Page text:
Guys, I am tempted to refer back to "Zen and the Art of Motorcycle
Maintenance," in which Robert Pirsig talked a lot about Quality.
Quality is hard to define precisely, but as with good music or a great
relationship, you know it when you experience it.
On a messageboard, staying on topic may be correlated with Quality somewhat,
but it's certainly not identical with Quality
Extropians@ once had Quality. Now it does not.
Another list I was once on, chaopsyc@, has also suffered a substantial
Quality degradation. But it hasn't turned into a high-volume, low-content
list; it's just become low-volume.
At the moment, as Eli rightly points out, firstname.lastname@example.org is a pretty
high-quality list. The discussion is mostly focused on Singularity-related
stuff, but when it's not focused on that, at least it's usually fairly
Internally within Webmind Inc., we had some ~very~ high-quality lists, some
high-volume, some low. But this was a carefully selected group of people
working on related projects, so this is hardly surprising.
The way to save a list, in my experience, is for a core group of people to
start and maintain extremely high-quality, high-frequency threads, meanwhile
ignoring the low-content remarks that pop up around the fringes. This is
much more effective than complaining!
But I am not going to rise to this challenge at the moment; I'm going to go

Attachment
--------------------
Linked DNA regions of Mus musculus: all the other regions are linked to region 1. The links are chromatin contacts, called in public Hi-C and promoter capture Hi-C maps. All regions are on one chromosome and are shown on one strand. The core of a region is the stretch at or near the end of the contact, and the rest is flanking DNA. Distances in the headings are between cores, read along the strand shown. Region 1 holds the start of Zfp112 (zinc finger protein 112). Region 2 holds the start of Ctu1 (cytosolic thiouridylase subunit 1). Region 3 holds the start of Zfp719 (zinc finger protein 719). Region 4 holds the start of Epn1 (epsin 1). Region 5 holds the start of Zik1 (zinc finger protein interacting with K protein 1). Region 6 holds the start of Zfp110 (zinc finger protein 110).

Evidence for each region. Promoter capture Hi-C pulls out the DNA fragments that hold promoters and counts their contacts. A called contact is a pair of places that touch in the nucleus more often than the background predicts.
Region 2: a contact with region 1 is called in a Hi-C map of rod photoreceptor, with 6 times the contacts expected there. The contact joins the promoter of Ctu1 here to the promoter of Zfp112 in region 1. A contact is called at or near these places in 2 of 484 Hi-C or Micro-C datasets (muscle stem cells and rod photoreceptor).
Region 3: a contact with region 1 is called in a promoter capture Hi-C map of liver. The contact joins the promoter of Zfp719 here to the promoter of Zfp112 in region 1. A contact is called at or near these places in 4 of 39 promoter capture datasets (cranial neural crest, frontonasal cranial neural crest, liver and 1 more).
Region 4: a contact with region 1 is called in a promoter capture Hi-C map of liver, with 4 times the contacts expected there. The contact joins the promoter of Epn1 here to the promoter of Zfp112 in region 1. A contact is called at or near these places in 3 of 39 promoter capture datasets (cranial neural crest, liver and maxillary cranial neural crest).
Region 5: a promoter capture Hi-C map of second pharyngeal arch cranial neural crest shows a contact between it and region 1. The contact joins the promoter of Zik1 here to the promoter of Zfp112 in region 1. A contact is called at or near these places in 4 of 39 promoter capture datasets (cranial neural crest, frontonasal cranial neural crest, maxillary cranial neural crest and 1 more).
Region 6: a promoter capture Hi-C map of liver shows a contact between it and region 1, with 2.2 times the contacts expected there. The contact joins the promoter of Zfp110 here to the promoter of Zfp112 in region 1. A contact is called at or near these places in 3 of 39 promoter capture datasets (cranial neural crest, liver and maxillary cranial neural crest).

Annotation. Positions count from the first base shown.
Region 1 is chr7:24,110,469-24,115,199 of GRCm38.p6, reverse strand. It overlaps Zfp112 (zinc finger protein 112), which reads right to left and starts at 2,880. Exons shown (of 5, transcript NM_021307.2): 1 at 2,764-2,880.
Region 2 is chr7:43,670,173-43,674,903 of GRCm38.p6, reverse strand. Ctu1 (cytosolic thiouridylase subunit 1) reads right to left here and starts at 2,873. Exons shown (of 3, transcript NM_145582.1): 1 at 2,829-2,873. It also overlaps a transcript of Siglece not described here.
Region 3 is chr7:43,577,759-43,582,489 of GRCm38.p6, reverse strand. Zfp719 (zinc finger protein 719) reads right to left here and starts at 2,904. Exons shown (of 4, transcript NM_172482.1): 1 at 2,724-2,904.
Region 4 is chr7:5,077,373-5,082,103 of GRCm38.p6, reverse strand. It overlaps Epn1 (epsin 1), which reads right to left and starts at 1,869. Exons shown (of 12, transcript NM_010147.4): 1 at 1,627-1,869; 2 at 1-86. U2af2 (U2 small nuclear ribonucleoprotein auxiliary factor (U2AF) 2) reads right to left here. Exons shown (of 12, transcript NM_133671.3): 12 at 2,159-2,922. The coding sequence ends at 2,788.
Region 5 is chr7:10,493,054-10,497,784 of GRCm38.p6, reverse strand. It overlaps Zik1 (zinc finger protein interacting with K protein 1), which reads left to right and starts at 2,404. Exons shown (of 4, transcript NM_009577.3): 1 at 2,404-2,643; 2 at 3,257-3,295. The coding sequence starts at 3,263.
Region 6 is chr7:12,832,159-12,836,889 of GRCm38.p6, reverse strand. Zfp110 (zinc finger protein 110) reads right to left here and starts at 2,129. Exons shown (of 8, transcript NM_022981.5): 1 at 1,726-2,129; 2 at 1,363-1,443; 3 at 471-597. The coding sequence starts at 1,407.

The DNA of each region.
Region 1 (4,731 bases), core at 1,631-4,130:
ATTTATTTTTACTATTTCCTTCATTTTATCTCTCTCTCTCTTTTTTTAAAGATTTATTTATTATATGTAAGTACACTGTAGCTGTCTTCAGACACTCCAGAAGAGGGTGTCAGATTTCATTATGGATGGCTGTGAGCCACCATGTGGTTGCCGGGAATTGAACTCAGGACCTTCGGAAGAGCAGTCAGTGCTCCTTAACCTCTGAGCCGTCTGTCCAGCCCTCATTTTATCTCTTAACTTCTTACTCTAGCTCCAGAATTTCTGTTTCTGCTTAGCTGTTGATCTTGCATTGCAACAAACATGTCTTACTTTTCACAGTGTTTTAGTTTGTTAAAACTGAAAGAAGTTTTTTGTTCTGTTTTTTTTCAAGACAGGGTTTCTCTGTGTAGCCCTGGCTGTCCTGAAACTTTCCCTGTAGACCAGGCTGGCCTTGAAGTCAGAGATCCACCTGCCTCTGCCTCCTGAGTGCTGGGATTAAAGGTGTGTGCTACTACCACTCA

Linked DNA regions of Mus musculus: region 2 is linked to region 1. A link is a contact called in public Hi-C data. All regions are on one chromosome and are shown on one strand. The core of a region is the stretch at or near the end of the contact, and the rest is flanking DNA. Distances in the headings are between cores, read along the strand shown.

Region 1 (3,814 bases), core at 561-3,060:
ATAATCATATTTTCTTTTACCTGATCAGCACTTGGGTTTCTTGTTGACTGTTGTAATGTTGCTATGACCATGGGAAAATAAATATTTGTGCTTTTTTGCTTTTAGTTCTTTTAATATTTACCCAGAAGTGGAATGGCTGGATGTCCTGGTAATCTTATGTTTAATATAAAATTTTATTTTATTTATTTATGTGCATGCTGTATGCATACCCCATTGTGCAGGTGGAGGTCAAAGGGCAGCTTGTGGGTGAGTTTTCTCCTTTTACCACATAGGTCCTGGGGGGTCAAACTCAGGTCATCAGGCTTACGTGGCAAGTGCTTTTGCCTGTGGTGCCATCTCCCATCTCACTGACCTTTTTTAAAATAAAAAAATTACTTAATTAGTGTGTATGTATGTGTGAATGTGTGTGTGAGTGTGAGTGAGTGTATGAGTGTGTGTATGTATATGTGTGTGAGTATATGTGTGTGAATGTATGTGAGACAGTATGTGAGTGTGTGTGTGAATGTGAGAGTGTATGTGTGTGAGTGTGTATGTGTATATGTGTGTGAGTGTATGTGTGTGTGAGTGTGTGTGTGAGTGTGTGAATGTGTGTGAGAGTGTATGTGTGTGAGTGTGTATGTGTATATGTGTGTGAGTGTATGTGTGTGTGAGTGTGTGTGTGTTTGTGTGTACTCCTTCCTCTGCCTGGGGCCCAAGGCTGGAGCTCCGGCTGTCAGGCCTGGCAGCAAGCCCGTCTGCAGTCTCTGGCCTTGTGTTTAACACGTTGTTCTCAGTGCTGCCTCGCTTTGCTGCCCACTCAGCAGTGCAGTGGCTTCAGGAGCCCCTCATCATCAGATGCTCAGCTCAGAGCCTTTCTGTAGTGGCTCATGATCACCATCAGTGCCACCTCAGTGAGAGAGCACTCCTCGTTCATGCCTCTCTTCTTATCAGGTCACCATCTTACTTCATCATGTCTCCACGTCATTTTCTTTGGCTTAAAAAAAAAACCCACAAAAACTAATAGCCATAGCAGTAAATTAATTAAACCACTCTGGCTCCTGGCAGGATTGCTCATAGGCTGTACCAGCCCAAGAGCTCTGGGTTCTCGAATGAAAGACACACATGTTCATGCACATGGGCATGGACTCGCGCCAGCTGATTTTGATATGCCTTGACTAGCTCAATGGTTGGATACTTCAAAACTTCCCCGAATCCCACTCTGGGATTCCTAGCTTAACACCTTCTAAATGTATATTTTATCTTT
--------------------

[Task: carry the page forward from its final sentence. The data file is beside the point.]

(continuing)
do some more actual work instead ;>
-- Ben Goertzel
> -----Original Message-----
> From: email@example.com
> [mailto:firstname.lastname@example.org]On Behalf Of John Marlow
> Sent: Thursday, April 26, 2001 3:10 PM
> To: email@example.com
> Subject: Re: META: To my fellow Extropians
> Actually, there is no discernible focus to this list, nor has there
> been for some time--other than edgey technology.Hence, there's
> nothing (in practice) remotely approaching relevant posting criteria.
> This leads those who've not been here forever to think, "Well, gee--
> maybe this would be of interest" and to toss it out there. Many if
> not most posts have little to do with the transformation of humanity
> into something posthuman.
> On 26 Apr 2001, at 14:31, Brian Atkins wrote...
> John Marlow
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